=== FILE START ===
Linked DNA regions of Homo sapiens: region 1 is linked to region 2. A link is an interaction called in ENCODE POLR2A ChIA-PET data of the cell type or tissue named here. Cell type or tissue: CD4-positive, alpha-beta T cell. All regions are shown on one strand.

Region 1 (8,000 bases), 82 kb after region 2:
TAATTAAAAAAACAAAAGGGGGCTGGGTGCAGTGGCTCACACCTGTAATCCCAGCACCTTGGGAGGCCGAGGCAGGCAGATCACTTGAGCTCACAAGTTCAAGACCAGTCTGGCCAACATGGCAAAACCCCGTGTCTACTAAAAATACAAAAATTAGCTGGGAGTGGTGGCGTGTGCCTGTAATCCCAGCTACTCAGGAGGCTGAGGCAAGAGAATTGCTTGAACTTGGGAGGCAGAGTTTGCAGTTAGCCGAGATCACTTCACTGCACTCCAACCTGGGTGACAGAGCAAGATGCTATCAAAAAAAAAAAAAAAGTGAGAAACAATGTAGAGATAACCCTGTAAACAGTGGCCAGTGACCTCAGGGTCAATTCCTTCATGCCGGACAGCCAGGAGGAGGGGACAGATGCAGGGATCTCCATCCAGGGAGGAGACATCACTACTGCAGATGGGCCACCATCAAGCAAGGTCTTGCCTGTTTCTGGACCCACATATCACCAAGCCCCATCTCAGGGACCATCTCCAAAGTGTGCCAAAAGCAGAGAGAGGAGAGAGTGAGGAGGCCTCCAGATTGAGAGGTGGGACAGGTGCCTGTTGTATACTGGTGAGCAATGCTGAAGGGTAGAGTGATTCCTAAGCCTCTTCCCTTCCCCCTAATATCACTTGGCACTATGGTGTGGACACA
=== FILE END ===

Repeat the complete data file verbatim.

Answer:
Linked DNA regions of Homo sapiens: region 1 is linked to region 2. A link is an interaction called in ENCODE POLR2A ChIA-PET data of the cell type or tissue named here. Cell type or tissue: CD4-positive, alpha-beta T cell. All regions are shown on one strand.

Region 1 (8,000 bases), 82 kb after region 2:
TAATTAAAAAAACAAAAGGGGGCTGGGTGCAGTGGCTCACACCTGTAATCCCAGCACCTTGGGAGGCCGAGGCAGGCAGATCACTTGAGCTCACAAGTTCAAGACCAGTCTGGCCAACATGGCAAAACCCCGTGTCTACTAAAAATACAAAAATTAGCTGGGAGTGGTGGCGTGTGCCTGTAATCCCAGCTACTCAGGAGGCTGAGGCAAGAGAATTGCTTGAACTTGGGAGGCAGAGTTTGCAGTTAGCCGAGATCACTTCACTGCACTCCAACCTGGGTGACAGAGCAAGATGCTATCAAAAAAAAAAAAAAAGTGAGAAACAATGTAGAGATAACCCTGTAAACAGTGGCCAGTGACCTCAGGGTCAATTCCTTCATGCCGGACAGCCAGGAGGAGGGGACAGATGCAGGGATCTCCATCCAGGGAGGAGACATCACTACTGCAGATGGGCCACCATCAAGCAAGGTCTTGCCTGTTTCTGGACCCACATATCACCAAGCCCCATCTCAGGGACCATCTCCAAAGTGTGCCAAAAGCAGAGAGAGGAGAGAGTGAGGAGGCCTCCAGATTGAGAGGTGGGACAGGTGCCTGTTGTATACTGGTGAGCAATGCTGAAGGGTAGAGTGATTCCTAAGCCTCTTCCCTTCCCCCTAATATCACTTGGCACTATGGTGTGGACACA